HILDALE – Gov. Gary Herbert visited Hildale Saturday afternoon to meet with the families who lost loved ones in Monday’s fatal flash flooding. The governor also briefly visited the site where two vehicles carrying 16 town residents were swept away by the floodwaters.
“I’ve seen the flooding, and it’s hard to comprehend,” Herbert said, referring to a video he was shown while at Hildale City Hall that caught the fatal flooding.
While at the flood site, the governor said, “It makes your heart sink. … It’s hard to watch. It does show the power of Mother Nature.”
Storms over Washington County Monday resulted in flash flooding in the Short Creek area of Hildale and Colorado City, Arizona; Zion National Park and the surrounding region. In Hildale, 12 people were killed: three women and nine children ages 4 to 11. In Zion, seven canyoneers were also swept away to their death. The body of a Hurricane resident thought missing was found late Thursday in the Warner Valley area of the Arizona Strip is also believed to have been a victim of the flooding.
In all, the flooding has left 20 people dead and one still missing. The bodies of the 20 have been accounted for and recovered. However, 6-year-old Tyson Lucas Black of Hildale remains missing.
“You never know what tomorrow will bring,” Herbert said, “so we have to live our lives today so we’re ready to meet our Maker tomorrow.”
Despite Monday’s tragedies, three Hildale boys managed to survive the flood. They were with their fathers, Joseph Jessop and Sheldon Black Jr., when the governor met with them.
Jessop lost wives Josephine and Naomi and seven of his children to the flood, though one of his sons survived. Sheldon Black Jr. lost his wife Della Black and two children to the flood, though two sons survived and one, 6-year-old Tyson, remains missing as of Saturday evening.
“They’re wonderful families,” Herbert said after meeting with the Jessops and Blacks. “They love their children. They love their wives.”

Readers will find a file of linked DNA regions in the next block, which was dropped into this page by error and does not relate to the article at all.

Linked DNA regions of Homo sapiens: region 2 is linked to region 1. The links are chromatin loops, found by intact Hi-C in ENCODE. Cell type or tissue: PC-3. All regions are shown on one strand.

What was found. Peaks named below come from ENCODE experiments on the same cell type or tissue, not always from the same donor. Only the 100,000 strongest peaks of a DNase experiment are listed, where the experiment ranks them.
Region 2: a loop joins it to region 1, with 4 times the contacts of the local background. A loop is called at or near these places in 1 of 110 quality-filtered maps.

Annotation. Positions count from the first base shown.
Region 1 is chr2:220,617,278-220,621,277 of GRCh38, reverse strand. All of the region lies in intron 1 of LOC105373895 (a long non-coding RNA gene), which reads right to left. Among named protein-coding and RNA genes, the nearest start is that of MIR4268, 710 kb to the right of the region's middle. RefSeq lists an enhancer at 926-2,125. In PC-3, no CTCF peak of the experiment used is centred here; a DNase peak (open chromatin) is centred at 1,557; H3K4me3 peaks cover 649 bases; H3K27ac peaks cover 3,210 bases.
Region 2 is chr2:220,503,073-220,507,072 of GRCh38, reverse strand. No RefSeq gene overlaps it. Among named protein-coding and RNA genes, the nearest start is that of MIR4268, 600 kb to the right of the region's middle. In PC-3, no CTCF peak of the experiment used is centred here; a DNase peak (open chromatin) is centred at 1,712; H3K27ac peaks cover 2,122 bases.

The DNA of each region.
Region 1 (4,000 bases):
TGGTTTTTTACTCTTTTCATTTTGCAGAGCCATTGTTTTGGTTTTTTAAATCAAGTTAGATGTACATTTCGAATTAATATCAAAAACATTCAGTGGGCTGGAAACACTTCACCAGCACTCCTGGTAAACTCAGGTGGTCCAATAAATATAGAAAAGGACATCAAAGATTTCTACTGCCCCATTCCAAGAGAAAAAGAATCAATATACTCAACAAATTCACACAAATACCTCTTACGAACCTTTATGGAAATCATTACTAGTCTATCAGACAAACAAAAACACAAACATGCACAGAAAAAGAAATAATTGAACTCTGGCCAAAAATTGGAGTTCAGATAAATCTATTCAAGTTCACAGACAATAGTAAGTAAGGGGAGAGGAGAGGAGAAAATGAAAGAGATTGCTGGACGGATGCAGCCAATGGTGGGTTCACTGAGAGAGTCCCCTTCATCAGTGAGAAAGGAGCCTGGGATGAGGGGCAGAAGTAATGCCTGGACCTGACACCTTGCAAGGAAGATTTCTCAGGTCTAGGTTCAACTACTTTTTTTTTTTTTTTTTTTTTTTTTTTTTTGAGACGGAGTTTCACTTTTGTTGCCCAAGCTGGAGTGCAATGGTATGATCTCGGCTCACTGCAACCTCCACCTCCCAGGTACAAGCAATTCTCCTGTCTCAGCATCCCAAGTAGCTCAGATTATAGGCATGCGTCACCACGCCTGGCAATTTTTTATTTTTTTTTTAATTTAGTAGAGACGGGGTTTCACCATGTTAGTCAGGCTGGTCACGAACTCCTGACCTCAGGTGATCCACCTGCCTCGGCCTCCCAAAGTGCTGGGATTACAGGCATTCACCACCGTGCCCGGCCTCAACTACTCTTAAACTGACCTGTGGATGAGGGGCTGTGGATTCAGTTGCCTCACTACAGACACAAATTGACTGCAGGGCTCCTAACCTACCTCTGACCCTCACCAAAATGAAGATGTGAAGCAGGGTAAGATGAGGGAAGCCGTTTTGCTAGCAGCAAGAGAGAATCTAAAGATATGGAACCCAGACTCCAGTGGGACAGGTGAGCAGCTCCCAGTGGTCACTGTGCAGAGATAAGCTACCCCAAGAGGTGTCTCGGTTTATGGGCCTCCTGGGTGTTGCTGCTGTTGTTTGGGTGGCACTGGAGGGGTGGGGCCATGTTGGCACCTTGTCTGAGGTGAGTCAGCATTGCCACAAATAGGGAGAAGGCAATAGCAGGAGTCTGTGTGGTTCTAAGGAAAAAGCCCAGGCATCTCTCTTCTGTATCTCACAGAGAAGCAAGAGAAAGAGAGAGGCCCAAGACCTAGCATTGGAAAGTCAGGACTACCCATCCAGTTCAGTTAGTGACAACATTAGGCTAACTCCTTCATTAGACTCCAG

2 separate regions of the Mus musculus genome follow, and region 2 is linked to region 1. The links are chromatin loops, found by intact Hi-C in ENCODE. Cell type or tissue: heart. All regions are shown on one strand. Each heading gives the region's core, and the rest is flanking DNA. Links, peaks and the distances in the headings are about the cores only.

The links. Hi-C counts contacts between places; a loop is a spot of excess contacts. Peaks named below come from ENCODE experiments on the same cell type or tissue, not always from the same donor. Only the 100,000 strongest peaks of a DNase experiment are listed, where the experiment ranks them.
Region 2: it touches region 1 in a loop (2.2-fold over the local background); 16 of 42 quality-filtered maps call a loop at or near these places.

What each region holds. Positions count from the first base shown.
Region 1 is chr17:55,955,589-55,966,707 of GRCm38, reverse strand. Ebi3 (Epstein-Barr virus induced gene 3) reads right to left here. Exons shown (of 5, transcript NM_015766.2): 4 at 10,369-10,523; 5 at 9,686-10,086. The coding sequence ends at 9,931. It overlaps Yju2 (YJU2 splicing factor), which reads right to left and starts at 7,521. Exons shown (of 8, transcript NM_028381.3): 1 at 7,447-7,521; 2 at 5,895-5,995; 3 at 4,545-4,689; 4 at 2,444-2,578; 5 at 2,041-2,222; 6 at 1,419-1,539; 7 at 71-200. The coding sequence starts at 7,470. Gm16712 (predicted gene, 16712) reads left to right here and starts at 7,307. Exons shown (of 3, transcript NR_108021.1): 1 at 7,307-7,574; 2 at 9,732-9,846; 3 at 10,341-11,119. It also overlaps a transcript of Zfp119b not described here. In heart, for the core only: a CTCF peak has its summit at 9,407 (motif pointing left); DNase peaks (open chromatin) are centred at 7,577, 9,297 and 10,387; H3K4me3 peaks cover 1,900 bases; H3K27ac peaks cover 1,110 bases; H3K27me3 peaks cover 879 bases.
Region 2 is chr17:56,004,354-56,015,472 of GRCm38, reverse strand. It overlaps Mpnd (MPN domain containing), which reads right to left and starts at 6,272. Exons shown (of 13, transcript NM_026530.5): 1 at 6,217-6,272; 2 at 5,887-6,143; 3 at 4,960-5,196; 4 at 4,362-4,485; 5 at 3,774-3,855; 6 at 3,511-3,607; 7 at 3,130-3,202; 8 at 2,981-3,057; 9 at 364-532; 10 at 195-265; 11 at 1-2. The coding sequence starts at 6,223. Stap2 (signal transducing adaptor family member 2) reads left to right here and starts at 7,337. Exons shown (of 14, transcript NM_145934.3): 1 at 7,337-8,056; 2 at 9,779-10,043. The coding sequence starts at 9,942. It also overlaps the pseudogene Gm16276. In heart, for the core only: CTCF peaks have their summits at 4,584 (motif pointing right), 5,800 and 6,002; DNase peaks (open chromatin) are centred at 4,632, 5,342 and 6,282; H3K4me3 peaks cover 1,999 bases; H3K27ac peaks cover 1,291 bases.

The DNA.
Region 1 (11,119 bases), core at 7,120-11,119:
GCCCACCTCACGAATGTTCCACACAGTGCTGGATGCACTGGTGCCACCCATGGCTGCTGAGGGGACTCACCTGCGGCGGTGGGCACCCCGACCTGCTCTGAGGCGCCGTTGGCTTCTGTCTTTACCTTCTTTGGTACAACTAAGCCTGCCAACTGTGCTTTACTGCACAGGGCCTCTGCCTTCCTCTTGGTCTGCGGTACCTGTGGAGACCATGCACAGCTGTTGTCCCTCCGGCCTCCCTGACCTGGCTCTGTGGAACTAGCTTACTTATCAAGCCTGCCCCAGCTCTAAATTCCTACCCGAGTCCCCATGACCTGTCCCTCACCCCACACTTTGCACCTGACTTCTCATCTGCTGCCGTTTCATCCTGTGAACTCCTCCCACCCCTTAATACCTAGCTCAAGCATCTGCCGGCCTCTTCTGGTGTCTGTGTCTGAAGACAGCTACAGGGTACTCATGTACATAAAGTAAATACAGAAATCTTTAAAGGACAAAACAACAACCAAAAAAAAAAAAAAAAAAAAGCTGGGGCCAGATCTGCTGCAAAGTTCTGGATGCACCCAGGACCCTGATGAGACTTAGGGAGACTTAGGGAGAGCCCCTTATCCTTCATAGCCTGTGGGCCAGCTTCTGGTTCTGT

Such love of family is something Utahns throughout the state can relate to, the governor said.
Herbert said the families and community are grateful for the outpouring of love and support they have received.
“Everywhere I’ve been, people have asked me to express their condolences,” he said. “Our thoughts and prayers are with the families in Hildale from all over Utah. Our 3 million people mourn with the people of Hildale and the families that have lost loved ones in this tragedy.”
In addition to the well-wishing of people from across the state and beyond, support has taken a very real form in the hundreds of people who have come to the twin communities of Hildale and Colorado City, Arizona, since Monday, Herbert said.
Agencies from the local to federal level began pouring into Hildale in the wake of the flooding. Among them was the Unified Fire Authority out of Salt Lake City, which established a coordinating incident command post in the town.
“It’s been a great cooperative effort between local community and local responders and the many hundreds of volunteer searchers who have come out to this event as well as the resources we brought with us,” Brian Anderton, a United Fire battalion chief, said.
Among the resources the state brought in to aid in search and cleanup efforts were the Utah National Guard and Utah Task Force 1.
However, six days after the flooding, command of search and recovery efforts is being transitioned back over to local teams, Anderton said. The United Fire Authority and others are beginning to return home. Unfortunately, he said, they aren’t leaving with the final result they hoped for, but they remain optimistic.
“We’re still optimistic that we’ll see the outcome that we’re hoping for,” Anderton said, “that we’ll be able to bring 6-year-old Tyson back to his family and so they can start to recover and this community can go back to some sense of normal.”
Though some groups will be withdrawing from the area, Herbert said the state would still aid Hildale as requested.
After surveying the area where the two vehicles were swept away, Herbert said there were lessons that can be learned from the tragic event and that the state will also work with Hildale’s mayor and public works people on possible flood mitigation efforts.
“I appreciate the resilience of the people of Hildale,” Herbert said. “Their faith in God; they’re united as families and helping their neighbors – I think that’s a lesson we could all learn.”
- Boil advisory lifted for Hildale residents; flood cleanup volunteers sought
- Raw video shows flood victims swept away by raging waters; victim’s husband speaks
- Troubled waters in Short Creek after Hildale flood, families left without closure
- Searchers find 2 missing Washington County men; flooding claims 1 more victim
- Last of 7 canyoneers’ bodies found since flash flooding of Zion slot canyon
- Search continues for 6-year-old boy in aftermath of Hildale flood
- 18 found dead in 2 days in Washington County flash floods, 2 missing; new video
- Drone footage captures Hildale flood devastation
- Gov. Herbert, others, ‘heartbroken’ over Hildale flood fatalities; photos
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